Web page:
The fourth thing is that this story was picked up by the AP and appeared far and wide in the media. A stampede of indignant dittoheads flooded Ken’s site, posting outraged ad hominems on his message boards. Most would make a sailor blush. Ken shut down his message boards and deleted most of the offensive ones, but good-humoredly kept a few of the less stomach-turning ones.

In the aftermath, after message-board access was restored, I posted the following. (Follow the link to see the original on Ken’s message boards and the creative discussion that is now ensuing there.)

Good grief: I got a glimpse of one of the nastier comments last night before Ken took it down, and I gotta say, whether or not people can muster a sense of humor, the very least they can do is to mind their manners.On the bright side, it inspired me to write the following: my bid to make the inevitable Ken Jennings biopic (I see Bruce Willis as Jennings) into a musical. I call this showstopper “March of the Easily Led.”–

Assume the worst!
Assume the worst!
First things first:
Assume the worst!

Is it possible he joked?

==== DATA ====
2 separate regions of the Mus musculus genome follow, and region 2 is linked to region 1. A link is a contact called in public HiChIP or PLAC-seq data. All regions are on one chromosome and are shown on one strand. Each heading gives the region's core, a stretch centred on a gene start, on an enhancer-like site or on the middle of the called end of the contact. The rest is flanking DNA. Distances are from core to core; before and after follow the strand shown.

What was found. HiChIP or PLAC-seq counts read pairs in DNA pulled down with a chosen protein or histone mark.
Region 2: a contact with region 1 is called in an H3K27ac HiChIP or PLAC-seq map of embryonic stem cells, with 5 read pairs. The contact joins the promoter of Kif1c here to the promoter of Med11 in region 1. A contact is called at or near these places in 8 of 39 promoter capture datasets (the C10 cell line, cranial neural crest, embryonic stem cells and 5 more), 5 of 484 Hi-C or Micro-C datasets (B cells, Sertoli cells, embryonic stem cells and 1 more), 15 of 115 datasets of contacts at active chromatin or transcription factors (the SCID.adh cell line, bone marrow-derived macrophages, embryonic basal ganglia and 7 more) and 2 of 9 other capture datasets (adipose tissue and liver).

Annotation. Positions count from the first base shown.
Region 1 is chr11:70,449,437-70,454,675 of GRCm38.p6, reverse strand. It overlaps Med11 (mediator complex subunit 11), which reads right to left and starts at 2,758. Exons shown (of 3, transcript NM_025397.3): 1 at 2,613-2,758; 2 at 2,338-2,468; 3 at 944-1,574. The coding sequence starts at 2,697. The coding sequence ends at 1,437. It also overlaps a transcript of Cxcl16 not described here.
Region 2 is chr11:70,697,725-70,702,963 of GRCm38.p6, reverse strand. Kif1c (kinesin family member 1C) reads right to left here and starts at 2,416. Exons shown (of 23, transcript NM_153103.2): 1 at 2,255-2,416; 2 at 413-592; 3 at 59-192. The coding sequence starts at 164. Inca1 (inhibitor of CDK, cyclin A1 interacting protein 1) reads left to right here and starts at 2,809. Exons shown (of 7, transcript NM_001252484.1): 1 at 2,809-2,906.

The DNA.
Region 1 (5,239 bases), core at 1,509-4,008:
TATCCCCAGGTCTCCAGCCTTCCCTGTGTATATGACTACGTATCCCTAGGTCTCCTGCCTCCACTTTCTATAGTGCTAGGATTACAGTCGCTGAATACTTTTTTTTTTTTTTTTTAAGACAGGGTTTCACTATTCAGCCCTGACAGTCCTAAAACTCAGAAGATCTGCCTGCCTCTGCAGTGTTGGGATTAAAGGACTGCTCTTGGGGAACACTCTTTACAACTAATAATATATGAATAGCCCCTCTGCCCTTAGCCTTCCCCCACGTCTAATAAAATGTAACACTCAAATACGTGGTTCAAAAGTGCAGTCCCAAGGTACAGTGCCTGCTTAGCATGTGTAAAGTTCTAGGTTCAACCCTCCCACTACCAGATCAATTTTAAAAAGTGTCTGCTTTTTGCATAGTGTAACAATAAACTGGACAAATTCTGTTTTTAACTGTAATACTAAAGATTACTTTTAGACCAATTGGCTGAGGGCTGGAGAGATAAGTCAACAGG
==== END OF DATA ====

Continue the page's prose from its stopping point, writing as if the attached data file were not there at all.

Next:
Never mind, ’cause I’m provoked

Assume the worst!

“I kid because I love”
Is not something I’ve heard of

Assume the worst!
Assume the worst!
It’s for scandal that we thirst
Assume the worst!


My friend told me a rumor
It was some left-coast thing called humor
Does Ken expect us all to be brainiacs now?
In pop culture he’s enshrined
For the motley in his mind
It’s holy to me but he tipped the sacred cow

The world may be on fire
But the things that raise my ire
Are the ones that I can quickly comprehend
Global warming, Middle East
I can follow not the least
But mess with Jeopardy! and you mess with me, my friend

And to think I thought I could leave all the thinking to thoughtless over here!

Assume the worst!
Assume the worst!
By the Post I’ve been coerced
Assume the worst!

Should we give him the doubt’s benefit?
I just can’t see the zen of it

Assume the worst!

Must leap to TV’s defense
Into Ken I’ll knock some sense

Assume the worst!

We thought that he was one of us
‘Til he started making fun of us

Assume the worst!

He cashed the check
Then trashed Trebek
He won the prize
Now he cracks wise
A household name
Has he no shame?

His fame must be reversed!

Assume the worst!
Assume the worst!
Except when George Bush does it first…
Assume the worst!

Of course these are just lyrics. I would love it if someone played Loewe to my Lerner, Rodgers to my Hart, Rodgers to my Hammerstein, O’Sullivan to my Gilbert, and composed a melody for it.

– Bob


Ken Jennings’ blog topic for today is iconoclasm, which put me in mind of an essay I had on my old website about James Bond, now resurrected for your reading pleasure.